the coroner ruled that it was a heart attack. no sign of drowning
Man dies on Roaring Fork River rafting trip in Aspen
Aspen, CO Times June 15, 2016
An Aspen Whitewater Rafting trip heads down the Roaring Fork River Wednesday morning just moments before three occupants are ejected. One of the rafters later died downriver. A 58-year-old man in town for the Food & Wine Classic fell out of a raft Wednesday morning on the Slaughterhouse Falls section of the Roaring Fork River and died, according to authorities and an eyewitness. The man, who was pronounced dead at the scene just above the Aspen Business Center, was identified late Wednesday as James Abromitis of Maryland.
Aspen Times photographer Jeremy Wallace was shooting a video for the newspaper’s website on the same boat Abromitis fell out of. Wallace said he spoke with Abromitis and his wife before they began rafting and they told him they were in Aspen for two weeks. “They were telling me they were going to enjoy Food & Wine,” he said. “It’s really sad.” Besides Wallace, Abromitis and his wife, the Aspen Whitewater Rafting boat also included a younger couple, an older man and the raft guide, Wallace said. The crew also were joined by a kayaker, who was acting as a safety boat, he said.
The crew put-in at Stein Park, located where Cemetery Lane intersects the river, and had only been on the river for about five minutes when things started to go wrong, Wallace said. The river almost immediately becomes very turbulent after the put-in, and sometime after the second large rapid — known as James Bond — the boat became stuck in a large hole, and Abromitis somehow fell out or was knocked out of the raft, he said. Wallace was sitting in front of Abromitis so he didn’t see him fall out. Video shows the guide urging the boaters to paddle hard and get out of the hole before a woman screams and Abromitis floats by. “I heard the guide yelling, ‘Go get him. Go get him,’” Wallace said. “I didn’t know what he was talking about, but then I saw him float down the river in front of us.”
The raft, which made it out of the hole, and the kayaker caught up to Abromitis, but it was in another “terrible section” of the river, Wallace said. “Me and another guy were trying to get him back in the boat,” Wallace said. “But he was struggling quite a bit ... so it was hard to get him out.” Finally, after 20 or 30 seconds, Wallace and the other man were able to pull Abromitis back into the boat, he said. Wallace then looked behind him and saw the raft guide in the water asking to be pulled back in as well. Wallace did not know how the guide ended up in the river, but video of the incident shows the guide was able to get back in the boat quickly. But within seconds, the boat slammed into a large log and a boulder, high-sided and again dumped Abromitis, along with his wife and the older man into the river, Wallace said. The three were swept downriver and out of sight, he said. Meanwhile, the raft was wedged on the log and boulder, and Wallace, the young couple and the guide were trying to get it unstuck, he said. That finally occurred and the guide and crew were able to steer the boat to a nearby eddy, Wallace said.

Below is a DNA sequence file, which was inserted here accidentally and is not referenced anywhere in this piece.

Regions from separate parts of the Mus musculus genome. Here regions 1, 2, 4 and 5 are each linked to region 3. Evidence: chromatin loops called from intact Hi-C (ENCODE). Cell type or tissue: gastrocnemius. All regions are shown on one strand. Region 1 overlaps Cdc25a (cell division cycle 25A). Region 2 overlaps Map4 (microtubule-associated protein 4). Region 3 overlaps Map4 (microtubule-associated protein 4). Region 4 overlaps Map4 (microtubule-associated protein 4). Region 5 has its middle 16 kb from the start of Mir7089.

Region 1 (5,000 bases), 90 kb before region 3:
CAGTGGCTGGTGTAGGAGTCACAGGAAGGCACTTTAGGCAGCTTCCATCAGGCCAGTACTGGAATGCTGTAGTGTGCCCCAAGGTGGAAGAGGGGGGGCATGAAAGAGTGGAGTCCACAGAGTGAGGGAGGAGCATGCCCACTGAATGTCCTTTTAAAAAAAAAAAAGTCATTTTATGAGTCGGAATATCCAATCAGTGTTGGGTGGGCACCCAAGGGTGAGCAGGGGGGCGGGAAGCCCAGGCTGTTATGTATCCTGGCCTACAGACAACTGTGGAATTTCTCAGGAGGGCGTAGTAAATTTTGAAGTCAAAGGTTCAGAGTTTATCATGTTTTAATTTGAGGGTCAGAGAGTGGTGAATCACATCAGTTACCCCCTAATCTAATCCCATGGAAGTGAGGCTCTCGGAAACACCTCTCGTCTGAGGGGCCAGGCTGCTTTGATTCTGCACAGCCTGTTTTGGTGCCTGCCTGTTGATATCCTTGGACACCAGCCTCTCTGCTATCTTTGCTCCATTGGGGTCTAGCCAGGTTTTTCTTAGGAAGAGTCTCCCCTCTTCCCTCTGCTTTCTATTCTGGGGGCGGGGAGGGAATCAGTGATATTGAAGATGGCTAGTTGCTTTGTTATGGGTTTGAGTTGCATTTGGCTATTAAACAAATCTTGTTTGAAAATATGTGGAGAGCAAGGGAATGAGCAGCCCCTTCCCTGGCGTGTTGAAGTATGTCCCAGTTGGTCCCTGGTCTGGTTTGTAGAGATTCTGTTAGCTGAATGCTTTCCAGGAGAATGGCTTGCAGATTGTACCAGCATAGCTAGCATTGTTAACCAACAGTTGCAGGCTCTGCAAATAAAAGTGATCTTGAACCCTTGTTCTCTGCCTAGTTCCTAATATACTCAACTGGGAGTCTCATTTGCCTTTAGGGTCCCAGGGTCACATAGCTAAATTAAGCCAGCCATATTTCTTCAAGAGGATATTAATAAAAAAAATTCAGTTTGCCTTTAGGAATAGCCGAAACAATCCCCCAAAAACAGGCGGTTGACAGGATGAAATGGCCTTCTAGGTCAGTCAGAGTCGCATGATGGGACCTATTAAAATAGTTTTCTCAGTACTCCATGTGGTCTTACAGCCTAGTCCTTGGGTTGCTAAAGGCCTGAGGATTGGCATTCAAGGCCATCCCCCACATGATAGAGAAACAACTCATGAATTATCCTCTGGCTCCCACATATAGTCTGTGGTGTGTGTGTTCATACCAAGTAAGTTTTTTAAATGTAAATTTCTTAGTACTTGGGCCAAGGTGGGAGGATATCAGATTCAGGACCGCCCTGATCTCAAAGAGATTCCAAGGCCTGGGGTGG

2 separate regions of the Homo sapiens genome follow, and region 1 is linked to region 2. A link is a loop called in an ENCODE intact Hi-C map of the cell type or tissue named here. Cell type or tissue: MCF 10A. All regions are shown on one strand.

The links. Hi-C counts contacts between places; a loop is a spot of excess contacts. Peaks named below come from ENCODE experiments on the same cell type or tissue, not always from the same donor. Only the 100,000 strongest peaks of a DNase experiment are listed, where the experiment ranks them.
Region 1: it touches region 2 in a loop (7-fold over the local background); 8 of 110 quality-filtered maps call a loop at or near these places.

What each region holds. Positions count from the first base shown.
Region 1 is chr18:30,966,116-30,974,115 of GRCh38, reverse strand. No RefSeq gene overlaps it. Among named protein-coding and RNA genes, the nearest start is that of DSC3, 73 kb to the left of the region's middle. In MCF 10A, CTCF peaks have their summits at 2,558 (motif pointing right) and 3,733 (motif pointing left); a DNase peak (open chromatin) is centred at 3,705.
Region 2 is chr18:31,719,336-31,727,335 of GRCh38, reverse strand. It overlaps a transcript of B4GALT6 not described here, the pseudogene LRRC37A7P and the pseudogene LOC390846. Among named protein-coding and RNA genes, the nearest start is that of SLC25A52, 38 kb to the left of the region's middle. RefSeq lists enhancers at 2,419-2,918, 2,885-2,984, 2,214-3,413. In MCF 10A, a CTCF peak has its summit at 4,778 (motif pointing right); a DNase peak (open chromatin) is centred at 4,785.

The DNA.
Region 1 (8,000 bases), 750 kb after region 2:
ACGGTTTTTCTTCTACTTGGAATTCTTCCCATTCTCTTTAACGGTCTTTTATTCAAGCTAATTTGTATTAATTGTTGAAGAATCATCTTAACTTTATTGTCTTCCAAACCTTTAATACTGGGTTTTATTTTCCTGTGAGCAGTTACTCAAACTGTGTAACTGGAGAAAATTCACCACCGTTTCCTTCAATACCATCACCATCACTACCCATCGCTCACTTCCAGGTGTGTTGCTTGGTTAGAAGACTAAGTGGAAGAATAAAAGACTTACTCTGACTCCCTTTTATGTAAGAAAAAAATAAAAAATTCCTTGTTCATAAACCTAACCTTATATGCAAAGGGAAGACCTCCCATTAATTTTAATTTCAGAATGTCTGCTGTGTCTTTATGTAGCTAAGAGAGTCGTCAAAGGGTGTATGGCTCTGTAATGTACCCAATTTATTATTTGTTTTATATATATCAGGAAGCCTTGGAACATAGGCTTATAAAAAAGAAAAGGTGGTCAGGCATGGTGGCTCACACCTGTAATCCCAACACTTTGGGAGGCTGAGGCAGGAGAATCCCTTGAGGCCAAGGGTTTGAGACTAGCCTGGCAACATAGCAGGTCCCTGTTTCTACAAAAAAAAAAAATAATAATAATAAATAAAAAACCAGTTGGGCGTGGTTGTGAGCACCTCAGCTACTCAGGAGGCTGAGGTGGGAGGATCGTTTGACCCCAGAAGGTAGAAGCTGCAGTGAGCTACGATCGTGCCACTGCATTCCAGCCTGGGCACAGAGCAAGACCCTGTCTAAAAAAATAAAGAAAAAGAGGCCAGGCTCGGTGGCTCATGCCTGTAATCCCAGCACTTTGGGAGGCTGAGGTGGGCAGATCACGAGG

The guide told them to stay put then ran off, he said. “Our guides responded immediately and pulled the guest from the water and began emergency life saving procedures,” Aspen Whitewater Rafting owner Jim Ingram said via a statement released Wednesday afternoon. “Rescue personnel arrived shortly thereafter and took over life saving measures.” Wallace said he sat there for a minute, then heard the older man yelling downstream and went to investigate. The man was 20 to 30 feet downriver, and when Wallace reached him he said he was able to see the kayaker downstream on shore doing CPR on Abromitis. Wallace said he went to the spot where the kayaker was, and helped pull Abromitis back on to a rock because he was slipping into the water. Abromitis showed no signs of life and the kayaker said he wasn’t responding to the CPR. “I pulled him back on to the rock,” Wallace said. “I asked if there was anything I could do and he said, ‘No.’ So I ran up to the Rio Grande Trail and started running.” He said he found a couple, who loaned him their cellphone, and he was able to call 911. He then ran back and was able to confirm that the other two people who’d been in the water were OK. “When I got back, the other rafters said they had called off resuscitation,” Wallace said.